By Brian Craig, J.D.
In a challenge brought by an inventor with approximately 400 pending patent applications alleging that the USPTO acted unlawfully in denying his petition for rulemaking, the U.S. Court of Appeals for the Federal Circuit held that while the federal district court in Nevada improperly dismissed the case for lack of subject matter jurisdiction, the challenges are either time-barred or based on mistaken statutory interpretation. The court found that most challenges to the 2014 amendment to Manual of Patent Examining Procedure were time-barred because the amendment was not substantive and did not restart the statute of limitations period (Hyatt v. USPTO, September 24, 2018, Hughes, T.).
Gilbert Hyatt is the named inventor on more than 70 issued patents and approximately 400 pending patent applications, all of which were filed before June 8, 1995. Due to numerous amendments, those pending applications contained approximately 115,000 total claims as of August 2015. In June 2016, the applicant filed suit challenging the denial of his petition for rulemaking in Nevada district court under the Administrative Procedure Act (APA). The complaint alleges that the USPTO’s adoption of Manual of Patent Examining Procedure (MPEP) § 1207.04 was arbitrary and capricious, and in excess of statutory authority. The district court granted summary judgment and dismissed all of the claims, determining that it lacked subject matter jurisdiction. The applicant appealed to the Federal Circuit.
Subject matter jurisdiction. The Federal Circuit first analyzed whether the federal district court in Nevada properly dismissed the action based on subject matter jurisdiction. Although Congress has granted the Federal Circuit and the Eastern Virginia district court exclusive jurisdiction to review final Board application decisions, this grant does not apply to APA challenges to the USPTO’s denial of petition for ruling. Accordingly, the federal district court in Nevada improperly granted summary judgment based on lack of subject matter jurisdiction.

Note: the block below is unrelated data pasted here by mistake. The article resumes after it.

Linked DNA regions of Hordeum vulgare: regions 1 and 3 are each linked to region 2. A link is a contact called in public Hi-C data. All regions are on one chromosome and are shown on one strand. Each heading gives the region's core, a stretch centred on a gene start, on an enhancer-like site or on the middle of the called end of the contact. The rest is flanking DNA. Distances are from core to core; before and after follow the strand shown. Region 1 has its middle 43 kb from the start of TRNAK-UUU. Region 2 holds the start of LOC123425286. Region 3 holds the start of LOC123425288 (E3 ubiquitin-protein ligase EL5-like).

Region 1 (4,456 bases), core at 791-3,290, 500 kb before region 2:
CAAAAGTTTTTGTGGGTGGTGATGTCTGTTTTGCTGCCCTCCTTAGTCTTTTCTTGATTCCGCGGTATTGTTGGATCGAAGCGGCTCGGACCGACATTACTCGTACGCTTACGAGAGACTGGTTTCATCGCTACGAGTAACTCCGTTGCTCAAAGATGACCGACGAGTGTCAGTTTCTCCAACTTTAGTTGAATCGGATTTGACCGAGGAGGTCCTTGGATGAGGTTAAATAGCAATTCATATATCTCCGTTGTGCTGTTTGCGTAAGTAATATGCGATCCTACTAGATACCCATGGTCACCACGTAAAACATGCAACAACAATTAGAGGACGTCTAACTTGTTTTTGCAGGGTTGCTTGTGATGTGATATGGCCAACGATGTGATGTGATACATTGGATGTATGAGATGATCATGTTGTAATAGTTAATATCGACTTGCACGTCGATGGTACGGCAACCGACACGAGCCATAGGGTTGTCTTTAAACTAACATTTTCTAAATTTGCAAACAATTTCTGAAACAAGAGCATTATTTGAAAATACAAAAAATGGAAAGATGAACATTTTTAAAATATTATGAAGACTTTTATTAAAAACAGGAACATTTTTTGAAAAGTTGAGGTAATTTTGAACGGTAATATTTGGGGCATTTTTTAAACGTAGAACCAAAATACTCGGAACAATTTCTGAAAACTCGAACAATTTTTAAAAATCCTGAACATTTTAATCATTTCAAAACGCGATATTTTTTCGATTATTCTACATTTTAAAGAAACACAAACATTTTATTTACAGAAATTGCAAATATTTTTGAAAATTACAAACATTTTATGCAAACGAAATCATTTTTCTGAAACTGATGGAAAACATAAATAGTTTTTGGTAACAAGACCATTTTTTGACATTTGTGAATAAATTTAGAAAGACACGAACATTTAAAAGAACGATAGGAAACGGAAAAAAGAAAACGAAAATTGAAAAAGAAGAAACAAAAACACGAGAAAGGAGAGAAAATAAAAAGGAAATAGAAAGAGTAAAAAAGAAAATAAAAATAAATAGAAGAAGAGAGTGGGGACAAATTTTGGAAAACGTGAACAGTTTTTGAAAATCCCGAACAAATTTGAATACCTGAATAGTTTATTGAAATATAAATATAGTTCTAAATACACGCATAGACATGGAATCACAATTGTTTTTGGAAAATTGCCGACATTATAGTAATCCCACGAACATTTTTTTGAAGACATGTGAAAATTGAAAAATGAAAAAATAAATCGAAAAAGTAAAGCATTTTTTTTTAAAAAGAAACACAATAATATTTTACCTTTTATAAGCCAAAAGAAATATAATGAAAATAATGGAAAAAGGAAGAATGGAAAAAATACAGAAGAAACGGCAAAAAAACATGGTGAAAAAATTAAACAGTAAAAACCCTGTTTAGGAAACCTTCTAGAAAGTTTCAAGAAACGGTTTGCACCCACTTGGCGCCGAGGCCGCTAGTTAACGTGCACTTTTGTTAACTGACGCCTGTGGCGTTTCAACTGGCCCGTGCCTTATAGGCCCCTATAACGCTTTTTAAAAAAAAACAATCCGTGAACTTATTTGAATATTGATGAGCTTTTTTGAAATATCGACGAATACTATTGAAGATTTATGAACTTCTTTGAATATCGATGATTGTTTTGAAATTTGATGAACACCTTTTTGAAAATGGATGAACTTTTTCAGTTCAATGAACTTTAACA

Claim preclusion. The Federal Circuit then analyzed whether the applicant’s prior unreasonable delay barred his claims under claim preclusion. The parties disputed whether the prior case involved the same set of transactional facts. Here, the two sets of claims relate to different sets of facts. The applicant’s unreasonable delay claims arose from the USPTO’s reopening of prosecution for 80 of his applications in 2013. In contrast, his present claims arose from the USPTO’s denial of his petition for rulemaking in December 2015. This petitioning process is completely independent of the USPTO’s application examination process. In addition, the two sets of claims could not have been conveniently tried together. Thus, the Federal Circuit determined that claim preclusion does not bar the applicant's claims.
Time-barred claims. The Federal Circuit then analyzed whether the challenges to the denial of the petition for rulemaking are time barred. The court found that the argument contending that the USPTO promulgated MPEP § 1207.04 without providing public notice and an opportunity to comment is time barred. The court also held that the USPTO’s 2014 amendments to MPEP § 1207.04 did not restart the statute of limitations because the amendment did not substantively alter the rule. A procedural challenge to an agency rulemaking under the APA accrues at the time of final agency action. For substantive challenges, the right of action accrues either when the agency makes its initial decision or at the time of an adverse application of the decision against the plaintiff, whichever comes later. While most of the arguments are time-barred, the court concluded that the argument alleging MPEP § 1207.04 violates 35 U.S.C. § 6(b)(1) is timely.
Mistaken statutory interpretation. Because the other claims are time-barred, the Federal Circuit only considered the merits of the claim that the USPTO unlawfully denied his petition for rulemaking because MPEP § 1207.04 violates 35 U.S.C. § 6(b)(1) which requires the Board to "review adverse decisions of examiners upon applications for patents pursuant to section 134(a)." In analyzing the plain meaning, the Federal Circuit held that the mandatory language indicates that the Board does not have discretion over whether to review an examiner’s rejection of an application. The USPTO’s rules allow applicants to seek review of examiners’ final rejections before a higher authority with the Board. Nothing suggested that the USPTO cannot impose conditions on the Board’s ability to reach the merits of an appeal or delay the appeal. Allowing examiners to reopen prosecution does not deprive applicants of their right to appeal final examiner rejections because reopening prosecution cannot circumvent the Board’s review. Once the examiner adds a new ground of rejection, the applicant may immediately appeal it along with the old grounds. Here, there was no evidence in the record that, in the wake of that decision, USPTO examiners have repeatedly reopened prosecution of the applications for the purpose of further delaying Board review. Therefore, the court held that the claims are barred based on the plain meaning of the statute.
This case is No. 2017-1722.
Attorneys: Andrew M. Grossman (Baker & Hostetler LLP) for Gilbert P. Hyatt and American Association for Equitable Treatment, Inc. Molly R. Silfen for the USPTO.
Companies: American Association for Equitable Treatment, Inc.
MainStory: TopStory Patent FedCirNews
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